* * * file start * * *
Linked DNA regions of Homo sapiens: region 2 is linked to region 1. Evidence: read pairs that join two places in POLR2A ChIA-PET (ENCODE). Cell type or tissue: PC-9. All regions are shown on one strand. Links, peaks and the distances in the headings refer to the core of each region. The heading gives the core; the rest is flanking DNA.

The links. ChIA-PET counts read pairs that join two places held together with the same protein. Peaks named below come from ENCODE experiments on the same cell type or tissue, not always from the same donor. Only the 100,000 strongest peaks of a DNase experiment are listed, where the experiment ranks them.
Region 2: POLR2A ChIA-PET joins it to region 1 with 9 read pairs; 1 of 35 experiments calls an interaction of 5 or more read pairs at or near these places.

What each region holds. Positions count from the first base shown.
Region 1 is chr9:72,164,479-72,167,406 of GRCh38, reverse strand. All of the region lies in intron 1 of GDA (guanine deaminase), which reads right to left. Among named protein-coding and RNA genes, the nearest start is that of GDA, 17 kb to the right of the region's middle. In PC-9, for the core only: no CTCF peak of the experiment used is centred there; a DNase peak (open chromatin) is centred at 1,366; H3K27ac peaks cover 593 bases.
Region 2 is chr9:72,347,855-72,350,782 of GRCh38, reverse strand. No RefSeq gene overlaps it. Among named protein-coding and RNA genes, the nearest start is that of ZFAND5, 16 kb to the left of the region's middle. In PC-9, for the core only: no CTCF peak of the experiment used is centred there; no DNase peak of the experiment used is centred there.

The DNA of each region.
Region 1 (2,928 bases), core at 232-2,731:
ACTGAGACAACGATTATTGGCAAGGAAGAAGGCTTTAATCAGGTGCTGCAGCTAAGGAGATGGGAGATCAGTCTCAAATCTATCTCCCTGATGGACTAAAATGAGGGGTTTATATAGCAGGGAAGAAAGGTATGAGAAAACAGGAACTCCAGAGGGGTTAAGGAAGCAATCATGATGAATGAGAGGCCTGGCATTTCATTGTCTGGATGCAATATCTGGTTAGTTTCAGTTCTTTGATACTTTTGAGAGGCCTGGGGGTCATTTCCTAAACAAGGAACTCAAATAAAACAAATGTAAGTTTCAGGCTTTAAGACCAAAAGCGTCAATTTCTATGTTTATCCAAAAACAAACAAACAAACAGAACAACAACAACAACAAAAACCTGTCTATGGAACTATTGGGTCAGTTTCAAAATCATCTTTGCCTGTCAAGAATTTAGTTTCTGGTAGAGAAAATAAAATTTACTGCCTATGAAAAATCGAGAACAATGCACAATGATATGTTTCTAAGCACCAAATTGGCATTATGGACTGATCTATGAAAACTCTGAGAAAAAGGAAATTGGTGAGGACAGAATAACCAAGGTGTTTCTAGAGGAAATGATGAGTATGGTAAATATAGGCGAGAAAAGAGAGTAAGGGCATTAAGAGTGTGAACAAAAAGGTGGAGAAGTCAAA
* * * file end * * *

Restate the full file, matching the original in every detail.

Linked DNA regions of Homo sapiens: region 2 is linked to region 1. Evidence: read pairs that join two places in POLR2A ChIA-PET (ENCODE). Cell type or tissue: PC-9. All regions are shown on one strand. Links, peaks and the distances in the headings refer to the core of each region. The heading gives the core; the rest is flanking DNA.

The links. ChIA-PET counts read pairs that join two places held together with the same protein. Peaks named below come from ENCODE experiments on the same cell type or tissue, not always from the same donor. Only the 100,000 strongest peaks of a DNase experiment are listed, where the experiment ranks them.
Region 2: POLR2A ChIA-PET joins it to region 1 with 9 read pairs; 1 of 35 experiments calls an interaction of 5 or more read pairs at or near these places.

What each region holds. Positions count from the first base shown.
Region 1 is chr9:72,164,479-72,167,406 of GRCh38, reverse strand. All of the region lies in intron 1 of GDA (guanine deaminase), which reads right to left. Among named protein-coding and RNA genes, the nearest start is that of GDA, 17 kb to the right of the region's middle. In PC-9, for the core only: no CTCF peak of the experiment used is centred there; a DNase peak (open chromatin) is centred at 1,366; H3K27ac peaks cover 593 bases.
Region 2 is chr9:72,347,855-72,350,782 of GRCh38, reverse strand. No RefSeq gene overlaps it. Among named protein-coding and RNA genes, the nearest start is that of ZFAND5, 16 kb to the left of the region's middle. In PC-9, for the core only: no CTCF peak of the experiment used is centred there; no DNase peak of the experiment used is centred there.

The DNA of each region.
Region 1 (2,928 bases), core at 232-2,731:
ACTGAGACAACGATTATTGGCAAGGAAGAAGGCTTTAATCAGGTGCTGCAGCTAAGGAGATGGGAGATCAGTCTCAAATCTATCTCCCTGATGGACTAAAATGAGGGGTTTATATAGCAGGGAAGAAAGGTATGAGAAAACAGGAACTCCAGAGGGGTTAAGGAAGCAATCATGATGAATGAGAGGCCTGGCATTTCATTGTCTGGATGCAATATCTGGTTAGTTTCAGTTCTTTGATACTTTTGAGAGGCCTGGGGGTCATTTCCTAAACAAGGAACTCAAATAAAACAAATGTAAGTTTCAGGCTTTAAGACCAAAAGCGTCAATTTCTATGTTTATCCAAAAACAAACAAACAAACAGAACAACAACAACAACAAAAACCTGTCTATGGAACTATTGGGTCAGTTTCAAAATCATCTTTGCCTGTCAAGAATTTAGTTTCTGGTAGAGAAAATAAAATTTACTGCCTATGAAAAATCGAGAACAATGCACAATGATATGTTTCTAAGCACCAAATTGGCATTATGGACTGATCTATGAAAACTCTGAGAAAAAGGAAATTGGTGAGGACAGAATAACCAAGGTGTTTCTAGAGGAAATGATGAGTATGGTAAATATAGGCGAGAAAAGAGAGTAAGGGCATTAAGAGTGTGAACAAAAAGGTGGAGAAGTCAAA